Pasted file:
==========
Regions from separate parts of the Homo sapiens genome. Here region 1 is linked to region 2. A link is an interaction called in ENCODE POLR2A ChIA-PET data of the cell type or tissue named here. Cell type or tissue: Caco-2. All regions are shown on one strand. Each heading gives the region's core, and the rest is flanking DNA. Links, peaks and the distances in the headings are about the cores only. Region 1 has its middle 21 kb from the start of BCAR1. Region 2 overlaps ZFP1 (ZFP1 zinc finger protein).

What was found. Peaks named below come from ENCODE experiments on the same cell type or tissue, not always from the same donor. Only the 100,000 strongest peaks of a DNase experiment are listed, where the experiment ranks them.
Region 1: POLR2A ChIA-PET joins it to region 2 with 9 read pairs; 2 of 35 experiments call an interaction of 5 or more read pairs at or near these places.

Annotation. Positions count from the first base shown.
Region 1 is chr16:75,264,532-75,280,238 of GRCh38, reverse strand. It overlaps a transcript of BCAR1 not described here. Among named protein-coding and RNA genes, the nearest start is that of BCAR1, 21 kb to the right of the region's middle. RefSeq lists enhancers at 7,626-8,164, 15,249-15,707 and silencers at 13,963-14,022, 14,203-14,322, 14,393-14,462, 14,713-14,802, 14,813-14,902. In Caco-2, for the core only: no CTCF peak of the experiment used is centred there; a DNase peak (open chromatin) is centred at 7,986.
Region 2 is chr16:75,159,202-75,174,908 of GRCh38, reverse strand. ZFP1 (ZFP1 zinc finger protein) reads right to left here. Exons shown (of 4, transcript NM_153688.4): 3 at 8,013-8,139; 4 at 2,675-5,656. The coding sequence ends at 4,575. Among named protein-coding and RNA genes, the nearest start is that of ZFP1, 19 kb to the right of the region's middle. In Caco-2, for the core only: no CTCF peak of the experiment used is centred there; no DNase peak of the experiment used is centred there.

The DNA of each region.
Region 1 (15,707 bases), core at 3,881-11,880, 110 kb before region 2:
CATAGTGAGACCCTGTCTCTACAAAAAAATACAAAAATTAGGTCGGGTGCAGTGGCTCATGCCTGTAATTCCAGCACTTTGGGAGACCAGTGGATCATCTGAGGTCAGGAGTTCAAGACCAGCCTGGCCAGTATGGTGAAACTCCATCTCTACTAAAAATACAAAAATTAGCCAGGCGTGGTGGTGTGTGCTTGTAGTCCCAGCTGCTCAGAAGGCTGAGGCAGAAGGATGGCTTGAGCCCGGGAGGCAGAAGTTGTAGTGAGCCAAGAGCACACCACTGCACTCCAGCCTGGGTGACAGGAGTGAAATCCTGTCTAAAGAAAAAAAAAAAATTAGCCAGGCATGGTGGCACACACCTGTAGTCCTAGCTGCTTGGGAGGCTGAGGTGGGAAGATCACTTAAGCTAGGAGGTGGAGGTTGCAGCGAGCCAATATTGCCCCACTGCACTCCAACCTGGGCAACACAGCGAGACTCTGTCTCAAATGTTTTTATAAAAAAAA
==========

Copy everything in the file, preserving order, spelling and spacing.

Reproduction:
Regions from separate parts of the Homo sapiens genome. Here region 1 is linked to region 2. A link is an interaction called in ENCODE POLR2A ChIA-PET data of the cell type or tissue named here. Cell type or tissue: Caco-2. All regions are shown on one strand. Each heading gives the region's core, and the rest is flanking DNA. Links, peaks and the distances in the headings are about the cores only. Region 1 has its middle 21 kb from the start of BCAR1. Region 2 overlaps ZFP1 (ZFP1 zinc finger protein).

What was found. Peaks named below come from ENCODE experiments on the same cell type or tissue, not always from the same donor. Only the 100,000 strongest peaks of a DNase experiment are listed, where the experiment ranks them.
Region 1: POLR2A ChIA-PET joins it to region 2 with 9 read pairs; 2 of 35 experiments call an interaction of 5 or more read pairs at or near these places.

Annotation. Positions count from the first base shown.
Region 1 is chr16:75,264,532-75,280,238 of GRCh38, reverse strand. It overlaps a transcript of BCAR1 not described here. Among named protein-coding and RNA genes, the nearest start is that of BCAR1, 21 kb to the right of the region's middle. RefSeq lists enhancers at 7,626-8,164, 15,249-15,707 and silencers at 13,963-14,022, 14,203-14,322, 14,393-14,462, 14,713-14,802, 14,813-14,902. In Caco-2, for the core only: no CTCF peak of the experiment used is centred there; a DNase peak (open chromatin) is centred at 7,986.
Region 2 is chr16:75,159,202-75,174,908 of GRCh38, reverse strand. ZFP1 (ZFP1 zinc finger protein) reads right to left here. Exons shown (of 4, transcript NM_153688.4): 3 at 8,013-8,139; 4 at 2,675-5,656. The coding sequence ends at 4,575. Among named protein-coding and RNA genes, the nearest start is that of ZFP1, 19 kb to the right of the region's middle. In Caco-2, for the core only: no CTCF peak of the experiment used is centred there; no DNase peak of the experiment used is centred there.

The DNA of each region.
Region 1 (15,707 bases), core at 3,881-11,880, 110 kb before region 2:
CATAGTGAGACCCTGTCTCTACAAAAAAATACAAAAATTAGGTCGGGTGCAGTGGCTCATGCCTGTAATTCCAGCACTTTGGGAGACCAGTGGATCATCTGAGGTCAGGAGTTCAAGACCAGCCTGGCCAGTATGGTGAAACTCCATCTCTACTAAAAATACAAAAATTAGCCAGGCGTGGTGGTGTGTGCTTGTAGTCCCAGCTGCTCAGAAGGCTGAGGCAGAAGGATGGCTTGAGCCCGGGAGGCAGAAGTTGTAGTGAGCCAAGAGCACACCACTGCACTCCAGCCTGGGTGACAGGAGTGAAATCCTGTCTAAAGAAAAAAAAAAAATTAGCCAGGCATGGTGGCACACACCTGTAGTCCTAGCTGCTTGGGAGGCTGAGGTGGGAAGATCACTTAAGCTAGGAGGTGGAGGTTGCAGCGAGCCAATATTGCCCCACTGCACTCCAACCTGGGCAACACAGCGAGACTCTGTCTCAAATGTTTTTATAAAAAAAA